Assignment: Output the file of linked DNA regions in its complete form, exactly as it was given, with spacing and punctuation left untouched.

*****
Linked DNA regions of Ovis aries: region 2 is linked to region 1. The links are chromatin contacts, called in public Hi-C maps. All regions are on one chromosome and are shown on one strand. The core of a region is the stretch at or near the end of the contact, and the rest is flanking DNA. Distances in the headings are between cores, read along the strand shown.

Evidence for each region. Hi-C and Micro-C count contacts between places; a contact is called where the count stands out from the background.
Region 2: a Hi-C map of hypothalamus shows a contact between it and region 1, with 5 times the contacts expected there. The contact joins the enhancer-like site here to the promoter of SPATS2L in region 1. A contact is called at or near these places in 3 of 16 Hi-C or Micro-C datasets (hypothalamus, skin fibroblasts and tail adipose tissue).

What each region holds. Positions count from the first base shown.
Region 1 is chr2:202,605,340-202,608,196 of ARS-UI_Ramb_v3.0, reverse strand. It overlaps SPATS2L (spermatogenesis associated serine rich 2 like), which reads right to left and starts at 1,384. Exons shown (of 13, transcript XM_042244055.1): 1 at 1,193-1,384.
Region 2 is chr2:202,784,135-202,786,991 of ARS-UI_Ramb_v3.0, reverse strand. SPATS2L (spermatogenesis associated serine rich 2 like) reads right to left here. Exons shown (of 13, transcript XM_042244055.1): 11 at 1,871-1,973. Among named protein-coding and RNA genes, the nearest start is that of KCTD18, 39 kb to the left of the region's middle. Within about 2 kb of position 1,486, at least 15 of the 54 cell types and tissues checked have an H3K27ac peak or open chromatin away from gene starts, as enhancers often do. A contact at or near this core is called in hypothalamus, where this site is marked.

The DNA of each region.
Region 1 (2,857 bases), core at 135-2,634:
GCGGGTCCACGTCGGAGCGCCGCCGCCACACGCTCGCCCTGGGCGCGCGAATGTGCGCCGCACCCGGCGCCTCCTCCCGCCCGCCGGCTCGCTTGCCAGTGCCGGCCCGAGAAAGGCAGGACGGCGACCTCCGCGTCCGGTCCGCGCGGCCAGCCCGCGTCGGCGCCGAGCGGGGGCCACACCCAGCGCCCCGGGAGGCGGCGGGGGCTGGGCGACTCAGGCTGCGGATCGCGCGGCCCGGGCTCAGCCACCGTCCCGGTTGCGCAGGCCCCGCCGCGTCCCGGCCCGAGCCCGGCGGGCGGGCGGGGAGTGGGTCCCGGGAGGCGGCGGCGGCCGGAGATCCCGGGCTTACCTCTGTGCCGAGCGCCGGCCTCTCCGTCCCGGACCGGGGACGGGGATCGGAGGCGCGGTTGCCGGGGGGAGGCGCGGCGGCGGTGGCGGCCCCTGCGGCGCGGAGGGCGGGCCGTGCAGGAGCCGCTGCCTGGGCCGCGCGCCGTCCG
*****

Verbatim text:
Linked DNA regions of Ovis aries: region 2 is linked to region 1. The links are chromatin contacts, called in public Hi-C maps. All regions are on one chromosome and are shown on one strand. The core of a region is the stretch at or near the end of the contact, and the rest is flanking DNA. Distances in the headings are between cores, read along the strand shown.

Evidence for each region. Hi-C and Micro-C count contacts between places; a contact is called where the count stands out from the background.
Region 2: a Hi-C map of hypothalamus shows a contact between it and region 1, with 5 times the contacts expected there. The contact joins the enhancer-like site here to the promoter of SPATS2L in region 1. A contact is called at or near these places in 3 of 16 Hi-C or Micro-C datasets (hypothalamus, skin fibroblasts and tail adipose tissue).

What each region holds. Positions count from the first base shown.
Region 1 is chr2:202,605,340-202,608,196 of ARS-UI_Ramb_v3.0, reverse strand. It overlaps SPATS2L (spermatogenesis associated serine rich 2 like), which reads right to left and starts at 1,384. Exons shown (of 13, transcript XM_042244055.1): 1 at 1,193-1,384.
Region 2 is chr2:202,784,135-202,786,991 of ARS-UI_Ramb_v3.0, reverse strand. SPATS2L (spermatogenesis associated serine rich 2 like) reads right to left here. Exons shown (of 13, transcript XM_042244055.1): 11 at 1,871-1,973. Among named protein-coding and RNA genes, the nearest start is that of KCTD18, 39 kb to the left of the region's middle. Within about 2 kb of position 1,486, at least 15 of the 54 cell types and tissues checked have an H3K27ac peak or open chromatin away from gene starts, as enhancers often do. A contact at or near this core is called in hypothalamus, where this site is marked.

The DNA of each region.
Region 1 (2,857 bases), core at 135-2,634:
GCGGGTCCACGTCGGAGCGCCGCCGCCACACGCTCGCCCTGGGCGCGCGAATGTGCGCCGCACCCGGCGCCTCCTCCCGCCCGCCGGCTCGCTTGCCAGTGCCGGCCCGAGAAAGGCAGGACGGCGACCTCCGCGTCCGGTCCGCGCGGCCAGCCCGCGTCGGCGCCGAGCGGGGGCCACACCCAGCGCCCCGGGAGGCGGCGGGGGCTGGGCGACTCAGGCTGCGGATCGCGCGGCCCGGGCTCAGCCACCGTCCCGGTTGCGCAGGCCCCGCCGCGTCCCGGCCCGAGCCCGGCGGGCGGGCGGGGAGTGGGTCCCGGGAGGCGGCGGCGGCCGGAGATCCCGGGCTTACCTCTGTGCCGAGCGCCGGCCTCTCCGTCCCGGACCGGGGACGGGGATCGGAGGCGCGGTTGCCGGGGGGAGGCGCGGCGGCGGTGGCGGCCCCTGCGGCGCGGAGGGCGGGCCGTGCAGGAGCCGCTGCCTGGGCCGCGCGCCGTCCG